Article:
I wouldn't use HC-110 personally since it's speed-reducing and produces pretty coarse grain, both of which are going to accentuate the primary faults of these films.

    Reciprocity failure is terrible so don't bother shooting it at night.

  6. #16

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    Quote Originally Posted by arealitystudios View Post

    My only real complaint about the stuff is the fact that there is a very steep sensitivity fall off when it comes to long exposures. I shoot a lot of pinhole work and when it comes to any exposure over say 2 seconds I will often double or even triple the measured exposure time to get a good negative. Once you learn this it becomes a non-issue. As with any film there is a learning curve.
    I actually LIKE the fact that is loses sensitivity on long shots. I do pinhole shots of public spaces inside and have exposures of several minutes. If a person walks through the shot he does not register in the image because he is moving.

    On another note the 100 speed responds wonderfully to green light film latensification. I can get a true EI of 250 -320 with it. Yes I tested it with a step tablet so I know the speed increase is real.

  7. #17
    Richard Sintchak (rich815)'s Avatar
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    so i want to get some film...arista.edu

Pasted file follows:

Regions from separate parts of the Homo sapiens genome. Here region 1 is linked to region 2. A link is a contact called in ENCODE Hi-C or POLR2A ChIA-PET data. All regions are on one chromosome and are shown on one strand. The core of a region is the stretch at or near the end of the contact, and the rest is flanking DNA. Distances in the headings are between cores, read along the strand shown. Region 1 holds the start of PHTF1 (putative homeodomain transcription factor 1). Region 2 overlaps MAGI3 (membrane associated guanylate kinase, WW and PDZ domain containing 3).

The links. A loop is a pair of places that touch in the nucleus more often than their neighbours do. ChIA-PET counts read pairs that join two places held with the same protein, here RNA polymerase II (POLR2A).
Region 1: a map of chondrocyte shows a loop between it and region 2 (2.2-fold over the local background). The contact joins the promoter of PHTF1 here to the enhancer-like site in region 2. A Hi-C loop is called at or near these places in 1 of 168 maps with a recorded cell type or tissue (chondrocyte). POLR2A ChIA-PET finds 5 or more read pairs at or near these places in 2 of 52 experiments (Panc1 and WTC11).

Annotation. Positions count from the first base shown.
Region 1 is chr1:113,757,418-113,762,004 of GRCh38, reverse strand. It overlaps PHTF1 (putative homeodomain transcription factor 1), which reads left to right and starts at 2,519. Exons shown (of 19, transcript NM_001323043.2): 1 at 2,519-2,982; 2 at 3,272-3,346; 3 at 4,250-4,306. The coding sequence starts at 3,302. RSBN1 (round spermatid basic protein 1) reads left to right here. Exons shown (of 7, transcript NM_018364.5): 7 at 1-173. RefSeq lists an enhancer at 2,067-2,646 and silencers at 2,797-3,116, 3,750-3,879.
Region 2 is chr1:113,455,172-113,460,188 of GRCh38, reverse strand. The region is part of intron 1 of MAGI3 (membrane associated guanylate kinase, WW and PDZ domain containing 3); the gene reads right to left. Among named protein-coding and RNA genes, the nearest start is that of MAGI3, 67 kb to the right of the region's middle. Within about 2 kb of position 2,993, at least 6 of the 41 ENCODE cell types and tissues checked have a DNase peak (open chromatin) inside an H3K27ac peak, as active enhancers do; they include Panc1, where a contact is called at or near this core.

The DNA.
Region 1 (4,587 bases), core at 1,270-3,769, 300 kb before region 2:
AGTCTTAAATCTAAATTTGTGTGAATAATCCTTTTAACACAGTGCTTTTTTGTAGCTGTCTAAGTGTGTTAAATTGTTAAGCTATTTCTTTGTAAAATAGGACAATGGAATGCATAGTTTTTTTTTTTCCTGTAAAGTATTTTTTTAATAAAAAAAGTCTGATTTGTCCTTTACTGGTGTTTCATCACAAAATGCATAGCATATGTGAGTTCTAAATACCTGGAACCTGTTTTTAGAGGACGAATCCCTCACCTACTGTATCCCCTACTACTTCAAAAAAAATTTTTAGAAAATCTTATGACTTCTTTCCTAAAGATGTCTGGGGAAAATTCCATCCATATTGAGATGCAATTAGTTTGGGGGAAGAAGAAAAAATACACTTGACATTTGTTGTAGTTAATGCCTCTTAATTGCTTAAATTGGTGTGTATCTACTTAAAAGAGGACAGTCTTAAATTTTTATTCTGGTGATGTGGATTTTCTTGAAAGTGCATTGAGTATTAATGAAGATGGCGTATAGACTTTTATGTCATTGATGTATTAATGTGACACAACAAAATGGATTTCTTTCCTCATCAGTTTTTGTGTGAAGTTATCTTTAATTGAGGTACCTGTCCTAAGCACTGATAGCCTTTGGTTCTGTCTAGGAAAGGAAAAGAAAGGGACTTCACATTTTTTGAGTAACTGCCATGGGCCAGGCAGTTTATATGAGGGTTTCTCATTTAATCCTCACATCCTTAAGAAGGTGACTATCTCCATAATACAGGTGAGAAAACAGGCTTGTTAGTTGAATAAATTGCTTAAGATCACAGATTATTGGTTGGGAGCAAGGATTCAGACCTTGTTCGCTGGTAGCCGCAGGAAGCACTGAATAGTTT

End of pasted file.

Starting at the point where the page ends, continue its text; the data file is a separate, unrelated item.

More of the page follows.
I've been shooting off a bulk roll of the 200 lately. Really nice.
    -----------------------

    "Well, my photos are actually much better than they look..."

    Richard S.
    Albany, CA (San Francisco bay area)

    My Flickr River of photographs
    http://flickriver.com/photos/rich815...r-interesting/

    My Photography Website
    http://www.lightshadowandtone.com

  8. #18

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    This was shot on my first roll of Arista EDU 200 and developed in Arista premium developer at 1:7.

    [IMG] 00430014.jpg by KentWebb, on Flickr[/IMG]

    The 200 does not seem to curl as much as the 100. Don't know why...

    Try some, I think you will like it.

    Regards,
    Kent

  9. #19

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    only used the 200 in sheets....but I really like the tonality that it gives...sort of an older film look...do yourself a favor and develop it in xtol 1:2 or similar. I just rate it at asa 125 and don't even worry about the filter factor!! have fun..it's great film for little money...
    Best. Peter
    website down for maintenance!

  10. #20
    Stephanie Brim's Avatar
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    Quote Originally Posted by polyglot View Post
    I've used the 100 and 200 (blue) in 4x5 and 120, they're great but the 200 is/was quite coarsely crunchy (similar to HP5 yet 1.5 stops slower) and came scratched. I tend to shoot them at about EI50 and EI125 respectively though you can go pretty close to box speed in Xtol.

    I wouldn't use HC-110 personally since it's speed-reducing and produces pretty coarse grain, both of which are going to accentuate the primary faults of these films.

    Reciprocity failure is terrible so don't bother shooting it at night.
    I should also point out that I'm still using Blue. I'm running through the last of that stock before I buy more.
    No idea what's going to happen next, but I'm hoping it involves being wrist deep in chemicals come the weekend.